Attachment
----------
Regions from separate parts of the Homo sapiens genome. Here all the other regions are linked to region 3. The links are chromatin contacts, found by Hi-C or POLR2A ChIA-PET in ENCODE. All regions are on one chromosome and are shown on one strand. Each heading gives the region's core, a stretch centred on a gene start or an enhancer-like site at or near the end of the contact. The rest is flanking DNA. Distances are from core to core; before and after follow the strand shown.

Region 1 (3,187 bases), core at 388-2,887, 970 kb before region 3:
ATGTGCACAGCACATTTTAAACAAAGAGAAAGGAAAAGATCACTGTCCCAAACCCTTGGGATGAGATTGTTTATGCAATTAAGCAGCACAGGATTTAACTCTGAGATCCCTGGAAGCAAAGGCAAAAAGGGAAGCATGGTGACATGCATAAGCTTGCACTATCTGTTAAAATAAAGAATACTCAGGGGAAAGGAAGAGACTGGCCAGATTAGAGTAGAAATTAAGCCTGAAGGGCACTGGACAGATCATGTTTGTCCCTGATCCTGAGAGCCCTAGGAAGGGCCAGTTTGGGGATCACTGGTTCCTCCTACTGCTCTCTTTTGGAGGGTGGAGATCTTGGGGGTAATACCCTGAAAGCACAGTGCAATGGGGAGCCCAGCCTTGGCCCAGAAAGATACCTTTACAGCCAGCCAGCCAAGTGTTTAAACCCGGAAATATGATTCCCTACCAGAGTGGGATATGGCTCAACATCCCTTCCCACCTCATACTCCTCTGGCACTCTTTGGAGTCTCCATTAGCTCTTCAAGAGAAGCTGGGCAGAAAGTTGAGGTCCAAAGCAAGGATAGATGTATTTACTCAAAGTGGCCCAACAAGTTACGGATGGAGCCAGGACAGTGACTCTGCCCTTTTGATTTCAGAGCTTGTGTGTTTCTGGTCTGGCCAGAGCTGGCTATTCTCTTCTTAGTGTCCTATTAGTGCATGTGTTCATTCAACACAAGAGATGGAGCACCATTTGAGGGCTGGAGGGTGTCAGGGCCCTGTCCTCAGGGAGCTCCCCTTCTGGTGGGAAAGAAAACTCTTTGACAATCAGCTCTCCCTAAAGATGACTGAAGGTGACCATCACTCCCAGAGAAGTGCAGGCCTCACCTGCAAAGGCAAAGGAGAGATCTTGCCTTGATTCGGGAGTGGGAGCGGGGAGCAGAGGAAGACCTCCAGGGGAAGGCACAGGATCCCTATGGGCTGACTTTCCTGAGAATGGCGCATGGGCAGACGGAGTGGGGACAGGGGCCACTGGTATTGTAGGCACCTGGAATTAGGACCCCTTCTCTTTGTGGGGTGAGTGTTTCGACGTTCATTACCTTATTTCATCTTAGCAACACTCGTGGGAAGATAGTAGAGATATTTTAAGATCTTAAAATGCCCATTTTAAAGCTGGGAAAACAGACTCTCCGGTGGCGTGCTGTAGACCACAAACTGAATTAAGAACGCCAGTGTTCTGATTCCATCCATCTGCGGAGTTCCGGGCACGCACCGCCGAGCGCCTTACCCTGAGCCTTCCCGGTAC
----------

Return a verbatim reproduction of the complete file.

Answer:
Regions from separate parts of the Homo sapiens genome. Here all the other regions are linked to region 3. The links are chromatin contacts, found by Hi-C or POLR2A ChIA-PET in ENCODE. All regions are on one chromosome and are shown on one strand. Each heading gives the region's core, a stretch centred on a gene start or an enhancer-like site at or near the end of the contact. The rest is flanking DNA. Distances are from core to core; before and after follow the strand shown.

Region 1 (3,187 bases), core at 388-2,887, 970 kb before region 3:
ATGTGCACAGCACATTTTAAACAAAGAGAAAGGAAAAGATCACTGTCCCAAACCCTTGGGATGAGATTGTTTATGCAATTAAGCAGCACAGGATTTAACTCTGAGATCCCTGGAAGCAAAGGCAAAAAGGGAAGCATGGTGACATGCATAAGCTTGCACTATCTGTTAAAATAAAGAATACTCAGGGGAAAGGAAGAGACTGGCCAGATTAGAGTAGAAATTAAGCCTGAAGGGCACTGGACAGATCATGTTTGTCCCTGATCCTGAGAGCCCTAGGAAGGGCCAGTTTGGGGATCACTGGTTCCTCCTACTGCTCTCTTTTGGAGGGTGGAGATCTTGGGGGTAATACCCTGAAAGCACAGTGCAATGGGGAGCCCAGCCTTGGCCCAGAAAGATACCTTTACAGCCAGCCAGCCAAGTGTTTAAACCCGGAAATATGATTCCCTACCAGAGTGGGATATGGCTCAACATCCCTTCCCACCTCATACTCCTCTGGCACTCTTTGGAGTCTCCATTAGCTCTTCAAGAGAAGCTGGGCAGAAAGTTGAGGTCCAAAGCAAGGATAGATGTATTTACTCAAAGTGGCCCAACAAGTTACGGATGGAGCCAGGACAGTGACTCTGCCCTTTTGATTTCAGAGCTTGTGTGTTTCTGGTCTGGCCAGAGCTGGCTATTCTCTTCTTAGTGTCCTATTAGTGCATGTGTTCATTCAACACAAGAGATGGAGCACCATTTGAGGGCTGGAGGGTGTCAGGGCCCTGTCCTCAGGGAGCTCCCCTTCTGGTGGGAAAGAAAACTCTTTGACAATCAGCTCTCCCTAAAGATGACTGAAGGTGACCATCACTCCCAGAGAAGTGCAGGCCTCACCTGCAAAGGCAAAGGAGAGATCTTGCCTTGATTCGGGAGTGGGAGCGGGGAGCAGAGGAAGACCTCCAGGGGAAGGCACAGGATCCCTATGGGCTGACTTTCCTGAGAATGGCGCATGGGCAGACGGAGTGGGGACAGGGGCCACTGGTATTGTAGGCACCTGGAATTAGGACCCCTTCTCTTTGTGGGGTGAGTGTTTCGACGTTCATTACCTTATTTCATCTTAGCAACACTCGTGGGAAGATAGTAGAGATATTTTAAGATCTTAAAATGCCCATTTTAAAGCTGGGAAAACAGACTCTCCGGTGGCGTGCTGTAGACCACAAACTGAATTAAGAACGCCAGTGTTCTGATTCCATCCATCTGCGGAGTTCCGGGCACGCACCGCCGAGCGCCTTACCCTGAGCCTTCCCGGTAC